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Author Topic: My Morse Learning Campaign  (Read 62078 times)
KB1WSY
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Posts: 665




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« Reply #75 on: December 26, 2013, 07:47:25 AM »

So I went through the depressing exercise of calculating my accuracy on the latest 33-character-level drills. Answer: 73 percent. Yeech.

73 de Martin, KB1WSY
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KB1WSY
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« Reply #76 on: December 26, 2013, 11:34:25 AM »

OK, so, nearly four hours later and after doing a 5-minute drill every half-hour or so, I have increased the accuracy from 73 percent to 82 percent, without making any changes to the 33-character set or transmission speed. I guess I'm lucky that it's Boxing Day and there's plenty of time available. Apart from eating and doing a lot of Morse code, my only other activity during the day has been a total of about 6 miles of walking through the snow in sub-freezing weather shortly after dawn. Very pretty.

Perhaps therefore I can get "back on track" just with a lot of practice ... and coffee … taking advantage of the rest of the family's absence while they prowl the shopping malls. If that doesn't work, I will reconfigure the G4FON speed settings when I get home tomorrow. I can tell that I am still "counting dits and dahs" but the number of characters for which I am doing that has fallen, so there is less counting. I now copy the numerals "3" and "8" and the "question mark" character without "counting" but there are still issues with some other characters. Most annoying is that "old" characters such as "Z" and "F" aren't copying well, and I am confusing various characters with each other more frequently than before.

73 de Martin, KB1WSY
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WB3CQM
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Posts: 116




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« Reply #77 on: December 26, 2013, 05:33:48 PM »

Hi Martin and every one else here,

I have no plans to tell you what to do or how to improve your cw learning. But wanted to share a few things on Morse Code.

Your doing great ! Just keep it up. You are doing better than when I first started by yards.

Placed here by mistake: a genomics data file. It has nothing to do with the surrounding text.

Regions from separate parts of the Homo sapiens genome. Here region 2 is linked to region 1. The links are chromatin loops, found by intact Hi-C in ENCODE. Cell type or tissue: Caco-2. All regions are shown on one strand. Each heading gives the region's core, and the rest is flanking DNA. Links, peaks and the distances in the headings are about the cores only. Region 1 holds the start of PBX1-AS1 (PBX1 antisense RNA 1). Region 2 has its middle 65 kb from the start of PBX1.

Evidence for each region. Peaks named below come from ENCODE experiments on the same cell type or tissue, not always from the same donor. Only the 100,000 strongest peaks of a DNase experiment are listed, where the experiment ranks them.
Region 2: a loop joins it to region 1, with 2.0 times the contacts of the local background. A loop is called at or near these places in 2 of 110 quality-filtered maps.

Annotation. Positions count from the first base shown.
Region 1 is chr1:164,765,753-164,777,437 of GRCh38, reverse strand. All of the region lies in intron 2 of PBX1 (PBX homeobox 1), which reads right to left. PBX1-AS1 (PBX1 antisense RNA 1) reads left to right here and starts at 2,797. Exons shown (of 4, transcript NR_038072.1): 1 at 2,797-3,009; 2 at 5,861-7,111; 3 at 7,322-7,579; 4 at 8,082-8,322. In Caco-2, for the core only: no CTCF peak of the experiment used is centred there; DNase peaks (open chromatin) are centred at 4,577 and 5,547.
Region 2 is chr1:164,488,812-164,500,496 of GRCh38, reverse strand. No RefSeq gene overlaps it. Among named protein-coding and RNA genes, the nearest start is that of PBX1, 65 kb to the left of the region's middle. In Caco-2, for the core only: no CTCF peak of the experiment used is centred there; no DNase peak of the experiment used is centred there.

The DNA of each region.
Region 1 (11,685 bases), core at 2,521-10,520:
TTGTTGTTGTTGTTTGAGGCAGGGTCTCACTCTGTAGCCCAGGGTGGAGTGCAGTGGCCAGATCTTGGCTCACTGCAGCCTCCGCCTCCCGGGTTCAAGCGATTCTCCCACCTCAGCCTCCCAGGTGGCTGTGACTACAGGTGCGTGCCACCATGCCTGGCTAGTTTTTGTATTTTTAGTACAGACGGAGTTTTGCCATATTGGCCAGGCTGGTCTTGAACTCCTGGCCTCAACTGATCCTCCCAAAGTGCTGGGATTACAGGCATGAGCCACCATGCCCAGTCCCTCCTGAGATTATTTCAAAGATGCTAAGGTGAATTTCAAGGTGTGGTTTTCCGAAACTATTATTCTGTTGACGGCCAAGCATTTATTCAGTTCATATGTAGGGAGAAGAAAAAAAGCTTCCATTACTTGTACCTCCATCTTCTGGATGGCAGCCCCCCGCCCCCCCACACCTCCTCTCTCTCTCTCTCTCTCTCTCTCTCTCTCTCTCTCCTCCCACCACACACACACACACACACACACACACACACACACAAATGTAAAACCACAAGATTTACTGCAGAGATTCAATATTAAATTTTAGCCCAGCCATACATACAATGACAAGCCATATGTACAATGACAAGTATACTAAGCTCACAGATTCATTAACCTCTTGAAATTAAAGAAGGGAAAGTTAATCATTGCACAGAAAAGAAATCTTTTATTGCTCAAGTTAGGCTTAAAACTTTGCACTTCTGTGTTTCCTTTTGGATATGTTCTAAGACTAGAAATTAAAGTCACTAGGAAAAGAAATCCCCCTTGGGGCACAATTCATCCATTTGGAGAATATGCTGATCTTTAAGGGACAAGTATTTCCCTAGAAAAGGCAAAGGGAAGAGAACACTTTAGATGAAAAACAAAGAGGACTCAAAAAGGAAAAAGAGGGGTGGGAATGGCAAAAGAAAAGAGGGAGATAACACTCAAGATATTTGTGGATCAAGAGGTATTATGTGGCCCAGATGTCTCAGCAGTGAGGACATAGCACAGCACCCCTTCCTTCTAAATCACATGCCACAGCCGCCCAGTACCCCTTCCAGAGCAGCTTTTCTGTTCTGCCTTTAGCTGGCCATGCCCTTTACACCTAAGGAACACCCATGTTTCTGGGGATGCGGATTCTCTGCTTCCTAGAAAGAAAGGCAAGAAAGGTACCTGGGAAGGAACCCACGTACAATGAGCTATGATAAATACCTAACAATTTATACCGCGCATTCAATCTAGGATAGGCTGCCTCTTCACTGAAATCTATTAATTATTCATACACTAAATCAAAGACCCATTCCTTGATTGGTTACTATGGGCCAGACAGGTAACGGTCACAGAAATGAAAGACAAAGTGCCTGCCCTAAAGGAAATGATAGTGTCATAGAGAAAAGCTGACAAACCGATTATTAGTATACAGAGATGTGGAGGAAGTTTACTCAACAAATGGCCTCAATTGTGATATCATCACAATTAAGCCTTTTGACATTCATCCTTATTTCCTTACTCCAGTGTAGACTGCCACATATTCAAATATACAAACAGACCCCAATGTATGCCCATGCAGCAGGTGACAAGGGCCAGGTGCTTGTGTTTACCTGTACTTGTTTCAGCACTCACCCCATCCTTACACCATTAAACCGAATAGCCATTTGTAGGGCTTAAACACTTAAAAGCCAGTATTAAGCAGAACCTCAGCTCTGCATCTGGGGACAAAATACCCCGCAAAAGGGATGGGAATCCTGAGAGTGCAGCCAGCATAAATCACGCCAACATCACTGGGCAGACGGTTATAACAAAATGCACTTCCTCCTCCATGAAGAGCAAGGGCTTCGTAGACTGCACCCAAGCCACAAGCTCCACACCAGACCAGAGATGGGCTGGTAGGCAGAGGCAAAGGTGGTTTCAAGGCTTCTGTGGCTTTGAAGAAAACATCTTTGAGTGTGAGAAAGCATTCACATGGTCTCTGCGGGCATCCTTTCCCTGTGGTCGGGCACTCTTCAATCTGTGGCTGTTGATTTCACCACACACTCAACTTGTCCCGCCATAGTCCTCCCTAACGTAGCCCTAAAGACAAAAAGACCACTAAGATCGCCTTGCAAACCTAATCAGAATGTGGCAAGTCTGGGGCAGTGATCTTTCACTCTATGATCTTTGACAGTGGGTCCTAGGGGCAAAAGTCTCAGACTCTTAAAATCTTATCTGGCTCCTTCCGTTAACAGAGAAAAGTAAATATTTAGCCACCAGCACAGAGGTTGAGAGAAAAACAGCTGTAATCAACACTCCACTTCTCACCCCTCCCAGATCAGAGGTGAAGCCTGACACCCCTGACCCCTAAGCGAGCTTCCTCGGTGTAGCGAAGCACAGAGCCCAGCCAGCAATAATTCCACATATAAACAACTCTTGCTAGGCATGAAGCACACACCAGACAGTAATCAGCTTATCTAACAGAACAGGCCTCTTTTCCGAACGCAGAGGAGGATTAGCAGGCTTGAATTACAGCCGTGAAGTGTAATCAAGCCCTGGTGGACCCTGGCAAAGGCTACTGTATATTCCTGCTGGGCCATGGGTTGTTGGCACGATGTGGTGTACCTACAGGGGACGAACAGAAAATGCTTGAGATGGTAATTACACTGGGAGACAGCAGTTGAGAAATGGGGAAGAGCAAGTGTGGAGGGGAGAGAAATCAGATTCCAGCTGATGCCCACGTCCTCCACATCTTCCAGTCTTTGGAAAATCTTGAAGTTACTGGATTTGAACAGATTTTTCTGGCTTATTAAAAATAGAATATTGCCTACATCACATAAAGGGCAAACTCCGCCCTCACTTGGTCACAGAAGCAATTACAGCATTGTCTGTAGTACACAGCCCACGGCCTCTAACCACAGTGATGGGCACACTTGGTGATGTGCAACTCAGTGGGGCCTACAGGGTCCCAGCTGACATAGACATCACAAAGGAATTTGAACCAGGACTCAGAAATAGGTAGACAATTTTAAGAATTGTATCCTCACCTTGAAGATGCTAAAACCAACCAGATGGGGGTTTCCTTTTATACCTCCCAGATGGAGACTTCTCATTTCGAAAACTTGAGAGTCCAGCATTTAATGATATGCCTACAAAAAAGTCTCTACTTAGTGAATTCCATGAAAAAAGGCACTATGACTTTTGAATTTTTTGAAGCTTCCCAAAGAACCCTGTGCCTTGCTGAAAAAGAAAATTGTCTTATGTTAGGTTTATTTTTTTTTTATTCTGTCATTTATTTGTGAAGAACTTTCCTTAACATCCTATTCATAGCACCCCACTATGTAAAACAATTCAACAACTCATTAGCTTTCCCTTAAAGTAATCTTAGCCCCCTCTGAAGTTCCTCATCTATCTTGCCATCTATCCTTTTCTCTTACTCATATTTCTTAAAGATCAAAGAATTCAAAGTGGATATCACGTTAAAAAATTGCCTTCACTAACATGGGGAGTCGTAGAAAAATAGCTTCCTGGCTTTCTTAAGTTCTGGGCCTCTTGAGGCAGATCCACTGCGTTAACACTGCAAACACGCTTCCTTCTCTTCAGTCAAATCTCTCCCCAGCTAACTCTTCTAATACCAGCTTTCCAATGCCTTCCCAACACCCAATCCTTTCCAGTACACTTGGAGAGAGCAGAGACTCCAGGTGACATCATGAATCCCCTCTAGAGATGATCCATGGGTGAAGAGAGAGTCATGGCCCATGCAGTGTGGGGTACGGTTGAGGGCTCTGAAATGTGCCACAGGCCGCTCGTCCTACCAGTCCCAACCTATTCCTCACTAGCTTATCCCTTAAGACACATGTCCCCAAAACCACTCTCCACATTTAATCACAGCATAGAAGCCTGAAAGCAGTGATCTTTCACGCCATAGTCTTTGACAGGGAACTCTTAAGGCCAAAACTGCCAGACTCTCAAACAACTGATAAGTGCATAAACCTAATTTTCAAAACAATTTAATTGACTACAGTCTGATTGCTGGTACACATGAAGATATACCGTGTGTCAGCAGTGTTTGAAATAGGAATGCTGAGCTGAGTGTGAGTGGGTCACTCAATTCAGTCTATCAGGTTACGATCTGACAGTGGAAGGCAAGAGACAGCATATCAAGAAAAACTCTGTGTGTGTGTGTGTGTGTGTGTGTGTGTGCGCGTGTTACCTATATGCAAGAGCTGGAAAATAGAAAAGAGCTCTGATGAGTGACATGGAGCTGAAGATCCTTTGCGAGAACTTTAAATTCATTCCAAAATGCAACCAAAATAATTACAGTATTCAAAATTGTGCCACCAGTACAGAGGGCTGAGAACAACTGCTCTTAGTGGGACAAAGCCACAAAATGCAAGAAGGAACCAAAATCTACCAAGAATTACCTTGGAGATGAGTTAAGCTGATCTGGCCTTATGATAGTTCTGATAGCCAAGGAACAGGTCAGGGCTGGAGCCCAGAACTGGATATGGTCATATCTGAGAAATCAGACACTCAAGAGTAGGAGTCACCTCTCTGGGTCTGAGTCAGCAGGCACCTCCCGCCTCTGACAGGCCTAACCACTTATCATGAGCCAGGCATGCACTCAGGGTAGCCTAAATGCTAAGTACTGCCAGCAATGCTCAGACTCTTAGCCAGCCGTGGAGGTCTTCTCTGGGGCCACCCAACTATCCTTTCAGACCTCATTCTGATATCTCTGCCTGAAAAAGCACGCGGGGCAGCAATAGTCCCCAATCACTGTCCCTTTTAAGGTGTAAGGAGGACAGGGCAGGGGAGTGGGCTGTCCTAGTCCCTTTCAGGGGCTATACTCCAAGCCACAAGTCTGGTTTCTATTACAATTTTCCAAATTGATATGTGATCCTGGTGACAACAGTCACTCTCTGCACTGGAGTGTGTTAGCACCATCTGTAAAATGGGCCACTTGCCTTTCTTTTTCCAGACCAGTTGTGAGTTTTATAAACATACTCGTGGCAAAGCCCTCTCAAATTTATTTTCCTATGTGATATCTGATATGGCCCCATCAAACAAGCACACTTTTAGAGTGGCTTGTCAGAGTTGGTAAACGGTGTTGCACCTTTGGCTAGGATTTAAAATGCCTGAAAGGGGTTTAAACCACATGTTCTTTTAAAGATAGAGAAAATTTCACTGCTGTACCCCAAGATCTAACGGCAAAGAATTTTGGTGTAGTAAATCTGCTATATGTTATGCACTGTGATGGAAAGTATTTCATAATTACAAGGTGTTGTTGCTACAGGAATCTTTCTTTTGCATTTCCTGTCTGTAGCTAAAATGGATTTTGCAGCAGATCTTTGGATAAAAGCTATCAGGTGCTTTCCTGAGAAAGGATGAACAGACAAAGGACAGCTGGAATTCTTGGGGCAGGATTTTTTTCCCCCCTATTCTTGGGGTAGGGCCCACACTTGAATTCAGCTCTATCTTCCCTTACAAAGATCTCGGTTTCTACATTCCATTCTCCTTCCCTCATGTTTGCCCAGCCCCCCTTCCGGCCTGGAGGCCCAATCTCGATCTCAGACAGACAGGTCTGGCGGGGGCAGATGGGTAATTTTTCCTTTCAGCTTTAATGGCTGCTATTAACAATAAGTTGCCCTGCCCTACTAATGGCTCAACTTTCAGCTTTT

How did I learn code ? and Why ? Well when I first heard code on a SWL receiver I said I got to learn that and I want to be a CW op. That was my dream  , to be a cw op. Did not say how good or bad , just a be a CW op.

I don't even know where I got the 45 AMECO record (if that is the name ) But it was 5 wpm and a little book. I listen to that and just stated to copy letters at 5 wpm. Sooner or latter I could copy letters then  words and then W1AW and I could even copy other hams. I went to a local ham and he tuned in a station around 7-10 wpm and said copy this . He said I copied 10 wpm and I took the written and passed the Novice exam. From there I just started to copy code over the air.(and work other stations)  There was no tapes I knew of or any thing else. No computer in 1976 I can tell you that. Had NO clue how to learn or how to learn the right way. LOTS of hams learned this way. And they learned in time how to copy .

Unlike many here on this board , I do NOT believe one should pick up a key and send , until one can copy code . Like 10-15 wpm. Then it is imprinted in their minds what good code should sound like. ( But what do I know ? )

Lets go on with this if you do not mind. By 1979 I had DXCC-CW No#777 and I knew at this point I had to get a extra class license in order to advance in CW dxing.

What else did I do for copy practice ? I listened to USN weather / news broadcast sent on commercial frequencies. I also listen to WCC and as well ship to shore . I even could find the ship freq and listen to those ops sending to WCC. It was a blast and I will never forget listening to those professional ops. When I went for my Extra I could copy backwards cw and almost 2 stations at the same time.